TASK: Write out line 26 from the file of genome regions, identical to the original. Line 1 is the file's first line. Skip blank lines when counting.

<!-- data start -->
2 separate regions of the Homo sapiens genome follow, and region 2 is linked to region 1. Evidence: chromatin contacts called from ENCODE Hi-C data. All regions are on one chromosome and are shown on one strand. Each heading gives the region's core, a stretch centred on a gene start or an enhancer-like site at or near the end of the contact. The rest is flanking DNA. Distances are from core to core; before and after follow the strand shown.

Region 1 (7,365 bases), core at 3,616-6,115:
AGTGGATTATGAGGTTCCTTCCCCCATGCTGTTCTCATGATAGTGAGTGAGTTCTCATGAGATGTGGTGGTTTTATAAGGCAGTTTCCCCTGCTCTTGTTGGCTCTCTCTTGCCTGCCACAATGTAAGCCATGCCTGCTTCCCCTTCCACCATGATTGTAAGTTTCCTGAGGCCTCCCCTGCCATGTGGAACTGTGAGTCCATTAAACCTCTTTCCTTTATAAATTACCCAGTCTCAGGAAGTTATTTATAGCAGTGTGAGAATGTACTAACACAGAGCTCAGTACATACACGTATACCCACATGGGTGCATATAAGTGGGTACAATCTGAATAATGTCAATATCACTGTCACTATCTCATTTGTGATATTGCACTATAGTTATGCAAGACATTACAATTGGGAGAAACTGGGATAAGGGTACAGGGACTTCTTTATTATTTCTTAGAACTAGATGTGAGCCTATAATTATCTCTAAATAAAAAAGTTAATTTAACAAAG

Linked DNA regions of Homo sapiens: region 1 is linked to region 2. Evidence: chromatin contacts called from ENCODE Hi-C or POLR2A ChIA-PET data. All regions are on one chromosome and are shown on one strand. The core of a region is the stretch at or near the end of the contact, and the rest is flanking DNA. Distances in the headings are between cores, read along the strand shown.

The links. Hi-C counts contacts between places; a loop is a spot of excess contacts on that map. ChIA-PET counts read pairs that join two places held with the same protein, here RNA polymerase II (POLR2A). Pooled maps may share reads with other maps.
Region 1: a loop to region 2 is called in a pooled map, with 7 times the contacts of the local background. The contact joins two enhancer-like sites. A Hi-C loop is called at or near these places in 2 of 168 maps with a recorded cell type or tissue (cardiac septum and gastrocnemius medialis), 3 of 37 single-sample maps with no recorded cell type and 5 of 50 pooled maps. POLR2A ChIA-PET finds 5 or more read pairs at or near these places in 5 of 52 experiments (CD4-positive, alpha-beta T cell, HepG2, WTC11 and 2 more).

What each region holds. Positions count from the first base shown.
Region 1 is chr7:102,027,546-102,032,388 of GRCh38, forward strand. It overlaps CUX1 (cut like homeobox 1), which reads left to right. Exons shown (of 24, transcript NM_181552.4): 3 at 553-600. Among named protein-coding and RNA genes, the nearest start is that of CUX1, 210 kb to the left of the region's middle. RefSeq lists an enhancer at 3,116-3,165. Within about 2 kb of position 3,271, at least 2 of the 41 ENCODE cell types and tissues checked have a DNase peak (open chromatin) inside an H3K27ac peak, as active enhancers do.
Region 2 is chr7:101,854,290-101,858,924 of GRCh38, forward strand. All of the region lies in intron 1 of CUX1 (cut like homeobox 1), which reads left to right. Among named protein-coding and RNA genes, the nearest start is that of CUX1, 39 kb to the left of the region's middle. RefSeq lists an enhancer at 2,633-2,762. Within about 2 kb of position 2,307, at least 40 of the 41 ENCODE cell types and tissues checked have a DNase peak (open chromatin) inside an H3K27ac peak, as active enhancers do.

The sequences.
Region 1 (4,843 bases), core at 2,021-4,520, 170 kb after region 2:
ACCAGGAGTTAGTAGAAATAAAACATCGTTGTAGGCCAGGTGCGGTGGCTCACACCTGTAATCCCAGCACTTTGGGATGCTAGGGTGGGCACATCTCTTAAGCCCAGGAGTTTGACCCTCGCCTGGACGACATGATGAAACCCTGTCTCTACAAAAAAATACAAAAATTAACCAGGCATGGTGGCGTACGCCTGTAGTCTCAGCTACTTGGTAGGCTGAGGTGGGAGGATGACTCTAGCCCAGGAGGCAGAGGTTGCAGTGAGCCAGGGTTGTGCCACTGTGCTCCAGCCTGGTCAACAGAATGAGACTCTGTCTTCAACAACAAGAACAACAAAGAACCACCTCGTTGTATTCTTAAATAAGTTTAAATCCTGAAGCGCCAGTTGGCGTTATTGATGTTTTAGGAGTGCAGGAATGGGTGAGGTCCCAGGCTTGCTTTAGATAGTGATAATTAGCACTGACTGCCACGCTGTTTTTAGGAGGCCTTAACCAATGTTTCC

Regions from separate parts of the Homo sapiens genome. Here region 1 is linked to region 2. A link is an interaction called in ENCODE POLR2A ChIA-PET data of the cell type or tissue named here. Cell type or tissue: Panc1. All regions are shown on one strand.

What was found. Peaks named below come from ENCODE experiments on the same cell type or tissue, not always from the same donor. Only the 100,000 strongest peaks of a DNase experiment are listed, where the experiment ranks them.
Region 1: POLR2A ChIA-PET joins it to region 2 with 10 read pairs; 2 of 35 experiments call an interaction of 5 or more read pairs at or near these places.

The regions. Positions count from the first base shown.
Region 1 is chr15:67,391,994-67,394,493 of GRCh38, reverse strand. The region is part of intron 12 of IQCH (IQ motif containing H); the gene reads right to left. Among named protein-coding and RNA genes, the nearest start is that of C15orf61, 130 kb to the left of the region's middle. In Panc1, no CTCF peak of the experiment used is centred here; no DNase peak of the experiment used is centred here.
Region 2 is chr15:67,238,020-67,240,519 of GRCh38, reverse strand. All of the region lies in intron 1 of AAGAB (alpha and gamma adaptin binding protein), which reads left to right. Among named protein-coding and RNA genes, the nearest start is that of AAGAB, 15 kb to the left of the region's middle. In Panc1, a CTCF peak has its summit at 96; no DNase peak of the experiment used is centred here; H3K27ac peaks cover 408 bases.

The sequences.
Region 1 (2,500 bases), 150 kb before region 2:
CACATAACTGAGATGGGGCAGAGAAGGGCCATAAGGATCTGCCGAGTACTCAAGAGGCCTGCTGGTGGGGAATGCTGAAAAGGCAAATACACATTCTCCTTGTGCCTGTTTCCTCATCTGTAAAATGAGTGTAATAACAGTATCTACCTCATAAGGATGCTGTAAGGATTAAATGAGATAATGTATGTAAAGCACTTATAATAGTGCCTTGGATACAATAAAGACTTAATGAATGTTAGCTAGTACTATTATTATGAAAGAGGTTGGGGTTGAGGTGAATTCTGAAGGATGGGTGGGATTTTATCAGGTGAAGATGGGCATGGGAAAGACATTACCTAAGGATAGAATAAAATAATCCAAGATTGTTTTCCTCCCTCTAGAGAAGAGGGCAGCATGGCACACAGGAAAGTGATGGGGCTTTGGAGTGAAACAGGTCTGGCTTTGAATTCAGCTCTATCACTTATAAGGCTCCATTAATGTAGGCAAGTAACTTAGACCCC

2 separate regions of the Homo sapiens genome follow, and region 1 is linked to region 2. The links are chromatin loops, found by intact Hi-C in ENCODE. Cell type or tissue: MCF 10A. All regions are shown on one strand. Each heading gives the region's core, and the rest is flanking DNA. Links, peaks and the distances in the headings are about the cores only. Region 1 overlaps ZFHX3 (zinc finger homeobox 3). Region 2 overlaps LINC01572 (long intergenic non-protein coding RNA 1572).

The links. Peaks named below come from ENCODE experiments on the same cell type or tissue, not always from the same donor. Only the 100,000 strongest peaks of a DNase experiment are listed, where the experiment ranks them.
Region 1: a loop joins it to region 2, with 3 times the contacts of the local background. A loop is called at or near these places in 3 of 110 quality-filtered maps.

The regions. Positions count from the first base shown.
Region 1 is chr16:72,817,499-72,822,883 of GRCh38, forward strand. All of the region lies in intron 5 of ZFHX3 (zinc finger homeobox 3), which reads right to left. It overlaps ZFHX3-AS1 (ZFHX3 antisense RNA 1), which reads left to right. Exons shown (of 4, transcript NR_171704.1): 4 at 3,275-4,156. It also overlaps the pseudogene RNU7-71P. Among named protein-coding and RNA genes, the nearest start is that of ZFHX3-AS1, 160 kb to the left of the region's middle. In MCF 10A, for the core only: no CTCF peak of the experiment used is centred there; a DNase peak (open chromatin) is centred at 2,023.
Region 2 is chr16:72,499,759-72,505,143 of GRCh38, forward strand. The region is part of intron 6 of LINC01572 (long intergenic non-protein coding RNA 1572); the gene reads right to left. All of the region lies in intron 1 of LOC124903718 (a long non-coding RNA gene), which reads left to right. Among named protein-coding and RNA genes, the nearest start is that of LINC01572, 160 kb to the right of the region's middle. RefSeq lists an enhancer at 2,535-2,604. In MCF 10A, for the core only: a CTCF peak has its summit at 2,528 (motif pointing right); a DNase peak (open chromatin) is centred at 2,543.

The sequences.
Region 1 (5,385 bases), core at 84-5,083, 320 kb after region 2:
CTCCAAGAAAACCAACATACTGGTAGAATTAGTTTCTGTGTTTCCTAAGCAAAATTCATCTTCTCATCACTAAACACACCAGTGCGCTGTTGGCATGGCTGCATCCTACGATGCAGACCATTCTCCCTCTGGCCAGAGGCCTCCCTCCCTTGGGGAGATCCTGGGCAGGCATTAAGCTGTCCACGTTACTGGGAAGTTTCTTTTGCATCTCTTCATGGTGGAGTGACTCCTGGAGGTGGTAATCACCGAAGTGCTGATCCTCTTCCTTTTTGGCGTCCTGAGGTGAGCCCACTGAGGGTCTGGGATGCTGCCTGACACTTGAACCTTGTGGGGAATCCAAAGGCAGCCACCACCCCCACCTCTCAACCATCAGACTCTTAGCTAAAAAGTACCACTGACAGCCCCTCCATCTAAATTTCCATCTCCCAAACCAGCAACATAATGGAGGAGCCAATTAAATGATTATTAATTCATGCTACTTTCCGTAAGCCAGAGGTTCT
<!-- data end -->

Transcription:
Region 1 is chr16:72,817,499-72,822,883 of GRCh38, forward strand. All of the region lies in intron 5 of ZFHX3 (zinc finger homeobox 3), which reads right to left. It overlaps ZFHX3-AS1 (ZFHX3 antisense RNA 1), which reads left to right. Exons shown (of 4, transcript NR_171704.1): 4 at 3,275-4,156. It also overlaps the pseudogene RNU7-71P. Among named protein-coding and RNA genes, the nearest start is that of ZFHX3-AS1, 160 kb to the left of the region's middle. In MCF 10A, for the core only: no CTCF peak of the experiment used is centred there; a DNase peak (open chromatin) is centred at 2,023.